In the nearly 50 years since hip-hop’s beginnings, artists far from the Bronx have combined beats and rhymes in ways no originator could have ever predicted, with new permutations in every corner of the globe. Yet even the most avid scholars of the form might not know that the freshest mutation is happening just a few hundred miles north of the blocks once rocked by DJ Kool Herc.
Quebec hip-hop, or rap québ, has become a dominant force in the French-speaking Canadian province’s vibrant music scene. While homegrown rappers used to be more imitative of their heroes in the US and France, artists like Dramatik, Koriass, and FouKi now brandish a sound and style that truly reflects their culture, from the influence of the province’s African and Caribbean communities to the use of the linguistic mish-mash Canadians know as franglais.
Since 2003, the label Disques 7ième Ciel—which translates to 7th Heaven Records in English—has been a crucial driver of rap québ’s rise. We spoke with founder Steve Jolin to find out how francophone hip-hop in Quebec came of age and why it’s catching on with listeners who don’t know Céline from poutine.
The northern beginnings
While francophone rappers had some local success by mimicking the styles of their foreign peers, it wasn’t until the 2000s that an authentically Quebecois sound took shape. “There weren’t many rappers who used Quebec slang or had a Quebec identity,” Jolin says. “Most would rap with a French accent because our influence was coming from France.”
Along with Dubmatique, Quebec’s first platinum-selling hip-hop act, Jolin cites Sans Pression and Yvon Krevé as MCs who forged the way for rap québ at the century’s start. “This is where the hip-hop scene took off because people were like, ‘Hey, we can rap like this—this is us,” he says.
Around the same time, Jolin was getting his own rap career going under the moniker Anodajay. But because he lived far from Montreal and Quebec City in the small northern town of Rouyn-Noranda, he was an outsider to the cities’ underground hip-hop scene. “There I was, up in the woods, saying, ‘I’m here, I exist, I’m a rapper, too!’” Jolin laughs. “It was hard to build the cred, but I’m hard-headed.”
Hooking up with a small distributor, he founded 7ième Ciel, a reference to his birthdate of 7/7/1977. The label’s first release was Anodajay’s debut 2003 album, Premier VII, and he followed that with Septentrion three years later. Though 7ième Ciel was still a one-artist label, Jolin began enlisting help for publicity and radio, and a more professional operation emerged. “This is where I decided to make it a living,” he says.
The ascension of rap québ
7ième Ciel’s evolution from a one-MC label to rap québ powerhouse began when Jolin met fellow northerner Samian, a member of the Abitibiwinni First Nation who raps in both French and Algonquin. The momentum created by his 2007 debut, Face à soi-même, continued when 7ième Ciel’s roster expanded to include two Montrealers. His third signing was Koriass, who came to prominence as an online battle champion. The next was Dramatik, a founder of the respected group Muzion, For Jolin, the new additions proved “we weren’t only an up-north label interested in up-north artists.”
At the same time, Jolin was and is “very, very selective” when it comes to 7ième Ciel’s acts. “Many labels sign a lot of artists to build a catalog but that’s not my thing,” he says. “I always have to feel the music first, and it’s got to be good for the culture.”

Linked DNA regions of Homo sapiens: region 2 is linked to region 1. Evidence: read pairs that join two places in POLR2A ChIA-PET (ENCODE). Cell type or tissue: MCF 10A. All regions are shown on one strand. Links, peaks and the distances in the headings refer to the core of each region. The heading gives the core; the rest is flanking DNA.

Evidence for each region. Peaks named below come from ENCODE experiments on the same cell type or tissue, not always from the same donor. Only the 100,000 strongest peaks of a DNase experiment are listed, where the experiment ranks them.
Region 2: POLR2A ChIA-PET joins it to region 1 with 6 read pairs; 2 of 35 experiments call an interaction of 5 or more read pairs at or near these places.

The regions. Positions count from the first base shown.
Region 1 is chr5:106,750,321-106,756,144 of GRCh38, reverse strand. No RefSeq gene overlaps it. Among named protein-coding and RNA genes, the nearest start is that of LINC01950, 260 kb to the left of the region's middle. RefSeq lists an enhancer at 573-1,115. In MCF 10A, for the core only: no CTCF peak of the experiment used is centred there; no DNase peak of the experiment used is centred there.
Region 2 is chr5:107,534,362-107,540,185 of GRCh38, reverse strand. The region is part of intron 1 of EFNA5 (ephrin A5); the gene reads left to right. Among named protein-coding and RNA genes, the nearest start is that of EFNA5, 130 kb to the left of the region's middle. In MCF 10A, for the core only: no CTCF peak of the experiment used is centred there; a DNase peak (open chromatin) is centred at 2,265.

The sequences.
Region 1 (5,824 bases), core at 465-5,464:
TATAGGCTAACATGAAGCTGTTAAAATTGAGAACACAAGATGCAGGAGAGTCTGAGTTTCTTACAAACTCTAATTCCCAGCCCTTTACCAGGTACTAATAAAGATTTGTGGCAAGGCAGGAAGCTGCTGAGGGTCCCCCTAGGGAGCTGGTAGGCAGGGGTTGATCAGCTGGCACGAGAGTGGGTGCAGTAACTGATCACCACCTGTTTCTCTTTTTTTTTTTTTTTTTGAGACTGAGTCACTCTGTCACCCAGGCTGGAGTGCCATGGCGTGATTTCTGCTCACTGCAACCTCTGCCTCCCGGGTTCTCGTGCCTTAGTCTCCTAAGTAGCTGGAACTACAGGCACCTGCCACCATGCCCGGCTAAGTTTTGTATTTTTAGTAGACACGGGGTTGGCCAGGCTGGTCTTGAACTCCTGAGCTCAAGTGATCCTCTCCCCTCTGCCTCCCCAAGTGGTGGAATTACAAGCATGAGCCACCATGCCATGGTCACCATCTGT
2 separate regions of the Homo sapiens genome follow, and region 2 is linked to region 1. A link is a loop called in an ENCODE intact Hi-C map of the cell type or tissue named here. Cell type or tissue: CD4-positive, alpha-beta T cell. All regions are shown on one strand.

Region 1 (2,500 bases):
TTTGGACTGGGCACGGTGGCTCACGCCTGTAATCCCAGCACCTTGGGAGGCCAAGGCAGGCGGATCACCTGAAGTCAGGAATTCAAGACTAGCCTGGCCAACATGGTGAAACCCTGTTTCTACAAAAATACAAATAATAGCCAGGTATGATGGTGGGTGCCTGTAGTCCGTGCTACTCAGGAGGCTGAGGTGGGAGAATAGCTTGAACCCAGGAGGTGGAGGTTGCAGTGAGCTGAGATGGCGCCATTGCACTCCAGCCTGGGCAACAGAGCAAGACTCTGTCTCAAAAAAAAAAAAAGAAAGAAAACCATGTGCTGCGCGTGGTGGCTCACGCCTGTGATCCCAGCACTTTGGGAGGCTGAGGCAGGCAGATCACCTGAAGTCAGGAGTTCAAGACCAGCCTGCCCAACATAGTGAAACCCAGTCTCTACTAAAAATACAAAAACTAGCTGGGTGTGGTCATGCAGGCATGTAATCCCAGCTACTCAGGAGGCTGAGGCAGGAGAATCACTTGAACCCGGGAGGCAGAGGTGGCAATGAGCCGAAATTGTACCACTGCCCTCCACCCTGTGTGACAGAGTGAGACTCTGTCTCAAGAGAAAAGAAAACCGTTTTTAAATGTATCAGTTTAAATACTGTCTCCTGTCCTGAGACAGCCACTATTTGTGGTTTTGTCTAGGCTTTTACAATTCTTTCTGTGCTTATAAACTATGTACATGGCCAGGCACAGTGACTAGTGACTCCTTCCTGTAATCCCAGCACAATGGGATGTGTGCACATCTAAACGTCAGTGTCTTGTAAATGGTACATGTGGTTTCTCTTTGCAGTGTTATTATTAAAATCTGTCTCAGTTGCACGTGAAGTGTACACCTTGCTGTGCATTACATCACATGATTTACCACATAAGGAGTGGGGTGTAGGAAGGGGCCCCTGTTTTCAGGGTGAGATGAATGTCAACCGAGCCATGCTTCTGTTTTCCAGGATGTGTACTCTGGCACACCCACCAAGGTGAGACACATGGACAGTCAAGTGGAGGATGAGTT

That was his mindset when he signed Manu Militari, an artist whose politically and socially charged tracks and videos earned controversy, critical acclaim, and, for his 2013 LP Marée humaine, the hip-hop album of the year at the ADISQ Awards, Quebec’s annual music honors. With sales of nearly 25,000 copies despite the lack of radio support, Jolin says Miltari’s album helped change the resistance to homegrown hip-hop in the province’s musical mainstream.
“We could sell out shows in a lot of towns in Quebec,” says Jolin. “People knew the rappers and the lyrics, and we were selling some albums even though we had no mainstream radio. There was a small community that grew from that. I knew it was going to take off at some point because every album we made was always better: Producers got better, rappers got better, and the identity was getting where it needed to be.”
Success at home and buzz abroad
Now, finally, rap québ is the phenom Jolin knew it could be. “I’ve been in industry meetings for years and years, saying, ‘Hip-hop is coming,’” he says, laughing. “People were like, ‘Yeah, yeah,’ but I truly believe that our artists—and not only my artists—are the biggest stars in Quebec right now.”
Once an outlier, 7ième Ciel is now a pace-setter as North America’s biggest francophone rap label, and he’s not looking to compete with others by signing anyone and everyone. “Labels that were always into rock and grunge music and all that, now they’re trying to get their hip-hop sub-label and sign artists,” he says. “I go organically and let things flow. You need to be selective and work with what you got.”
It’s paying off beyond French Canada, as proven by the upward trajectory of younger acts like FouKi and Anglophone Montrealer Zach Zoya, as well as the continued preeminence of 7ième Ciel vets like Koriass and the wildly creative Alaclair Ensemble. Even The New York Times recently took notice of the growing cultural impact of rap québ and the many rising franglais stars.
“When we do shows with the biggest superstars out of France and Belgium, they tell us, straight up, they’re looking at what we’re doing. We’re becoming a big influence for them because we’re so close to the US and there’s a sound we have here that they don’t, necessarily,” Jolin says. “We’re proud of it. It’s always fun to have people noticing it outside of Quebec.”